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Colectivo Dreams

Listen here:

This is a re-vamped, expanded version of an article I originally wrote for the Buenos Aires Herald in 2001. It makes me a bit wistful. I’m generally forgiving about technological change and modernization and try my best to embrace it but I truly miss those old buses, the colectivos, of Buenos Aires.

Sadly, they are all got pushed out of service. Occasionally, you see one of the old-style Mercedes buses working as the liveried repair truck of one of transport lines, tasked with rescuing one of the newer vehicles when they break down. This attests to the mechanics’ love of those old beasts: they choose them over some new-fangled vehicle. Other times you have some romantic (like the owner of the specimen in the photo that accompanies this piece) who lovingly restores an old unit and proudly toodles around for parades or as an extra in a films.

On my very first day in Buenos Aires I rode the 59 line down Las Heras to Plaza San Martin to pick up pesos at American Express. I used Travelers Checks in those days. Under the colored interior lights and beveled mirrors I learned how many children the driver had and how much he loved his wife through the ornate fileteado signs dedicated to them. I also re-lived the saga of how he had purchased his own vehicle through the slogans touting hard work and sacrifice enshrined on the walls.

In those days the drivers were as gruff as they are today but through the customization of their colectivos you could glimpse their interior life, the one they otherwise hid behind a scowl.

I miss those beautiful old palaces on wheels.


The squat, smoke-spewing, horn-blaring, pedestrian-churning colectivo is as much a part of Buenos Aires as tango and a good deal more useful if you’re trying to get back home at three in the morning after wearing your feet out at a milonga.

And the surly colectivo driver at the wheel is an essential part of the experience. As a regular rider, one comes to expect, if not welcome, disrespect. Anything less is perturbing. If he – only recently have women become colectiveros — actually slows down long enough for you to get both feet on the first step or doesn’t rev the engine impatiently while an elderly lady struggles up the stairs, my heart swells with gratitude and bonhomie toward my fellow man.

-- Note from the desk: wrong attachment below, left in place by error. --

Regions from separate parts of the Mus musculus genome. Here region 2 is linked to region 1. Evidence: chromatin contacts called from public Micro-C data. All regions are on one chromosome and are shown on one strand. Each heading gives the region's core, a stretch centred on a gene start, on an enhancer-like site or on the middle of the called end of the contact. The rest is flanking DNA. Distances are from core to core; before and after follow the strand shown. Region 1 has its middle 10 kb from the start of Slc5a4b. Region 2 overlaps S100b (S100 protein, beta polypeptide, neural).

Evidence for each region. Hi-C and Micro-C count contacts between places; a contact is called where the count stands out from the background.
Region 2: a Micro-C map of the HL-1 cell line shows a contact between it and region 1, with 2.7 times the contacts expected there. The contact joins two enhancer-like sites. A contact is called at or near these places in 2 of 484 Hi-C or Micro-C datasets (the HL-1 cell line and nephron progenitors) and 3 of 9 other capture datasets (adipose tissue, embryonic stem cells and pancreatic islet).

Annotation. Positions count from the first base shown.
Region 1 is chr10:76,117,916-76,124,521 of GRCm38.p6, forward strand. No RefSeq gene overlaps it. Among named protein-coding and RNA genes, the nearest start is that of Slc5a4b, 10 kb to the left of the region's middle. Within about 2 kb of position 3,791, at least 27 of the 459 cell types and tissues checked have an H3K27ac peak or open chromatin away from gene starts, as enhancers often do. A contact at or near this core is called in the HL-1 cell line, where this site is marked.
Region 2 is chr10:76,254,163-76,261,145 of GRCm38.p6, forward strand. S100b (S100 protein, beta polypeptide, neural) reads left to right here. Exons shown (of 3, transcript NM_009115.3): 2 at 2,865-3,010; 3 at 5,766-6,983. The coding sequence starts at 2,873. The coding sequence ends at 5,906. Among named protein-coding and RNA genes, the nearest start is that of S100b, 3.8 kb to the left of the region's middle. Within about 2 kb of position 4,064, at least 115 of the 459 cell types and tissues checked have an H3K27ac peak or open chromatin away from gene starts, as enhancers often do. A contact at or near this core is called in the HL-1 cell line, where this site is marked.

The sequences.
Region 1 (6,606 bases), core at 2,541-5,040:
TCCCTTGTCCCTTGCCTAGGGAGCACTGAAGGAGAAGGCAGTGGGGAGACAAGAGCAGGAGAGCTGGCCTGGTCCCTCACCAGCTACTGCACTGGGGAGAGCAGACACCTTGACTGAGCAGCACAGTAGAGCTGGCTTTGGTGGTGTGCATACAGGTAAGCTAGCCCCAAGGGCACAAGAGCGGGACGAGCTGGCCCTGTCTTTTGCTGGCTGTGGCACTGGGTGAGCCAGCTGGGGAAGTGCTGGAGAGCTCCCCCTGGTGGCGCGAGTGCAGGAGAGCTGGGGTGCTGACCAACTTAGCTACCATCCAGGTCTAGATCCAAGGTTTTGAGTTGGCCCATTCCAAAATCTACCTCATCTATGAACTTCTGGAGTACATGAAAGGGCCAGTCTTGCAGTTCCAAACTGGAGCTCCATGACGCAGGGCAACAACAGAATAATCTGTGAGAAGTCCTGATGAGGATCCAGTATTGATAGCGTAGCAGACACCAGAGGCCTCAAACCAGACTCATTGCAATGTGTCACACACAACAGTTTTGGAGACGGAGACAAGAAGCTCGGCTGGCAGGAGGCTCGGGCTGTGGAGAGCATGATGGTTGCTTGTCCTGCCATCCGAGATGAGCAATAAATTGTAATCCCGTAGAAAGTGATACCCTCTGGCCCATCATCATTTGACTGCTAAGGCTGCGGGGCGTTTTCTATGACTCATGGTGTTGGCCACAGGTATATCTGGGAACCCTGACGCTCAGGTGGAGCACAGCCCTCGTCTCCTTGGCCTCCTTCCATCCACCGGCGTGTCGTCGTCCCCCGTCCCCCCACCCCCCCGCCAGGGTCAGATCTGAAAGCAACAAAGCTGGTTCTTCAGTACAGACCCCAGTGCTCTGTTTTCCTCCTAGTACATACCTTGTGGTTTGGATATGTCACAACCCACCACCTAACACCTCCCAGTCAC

The colectivo driver’s outlook is distinctly “US versus THEM.” There are those inside the bus and those outside. Those on the outside must avoid the colectivo at all costs and never interfere with its forward movement; to do so is to risk life and limb. The colectivero’s preferred weapon for close combat is the air horn which he uses to blast his way through traffic. A colectivero’s eyes are specially adapted to see through pedestrians. Indeed, most have evolved to the point where they don’t even see them at all. Never mind that pedestrians are potential passengers. Such subtleties are beside the point.

However, those on the inside of a colectivo aren’t treated much better, especially if you are having trouble paying. In the old days, you might unknowingly try to pay with one of those counterfeit coins that were circulating. Bud luck for you – especially if you had a long line of passengers trying to get onto the bus behind you. At this point the driver turns his attention from the scoundrels outside to the scoundrels inside, namely you. He must get up from his seat and whack the machine. (It’s an obvious act of sublimation.) Of course, the mistreatment of passengers is justified as they were just moments before fraternizing with those most despised creatures: pedestrians!

Occasionally, the driver’s girlfriend will be on board. This is a rare opportunity to actually observe a colectivero hold a conversation without growling. The girlfriend, as stunned as you are, stands behind his seat for the entire ride, just in case.

Still, at a late hour, a stocky colectivo barreling down the street with its bold, back-lit number and color-coded paint job is the most welcome sight there is in the city. Once inside this rolling refuge, the driver’s whimsical display of colored lights, quilted vinyl, beveled-glass mirrors and filigreed slogans welcomes you – even if the driver doesn’t.

A little surliness is a small price to pay to be allowed into such a fabulous kingdom.

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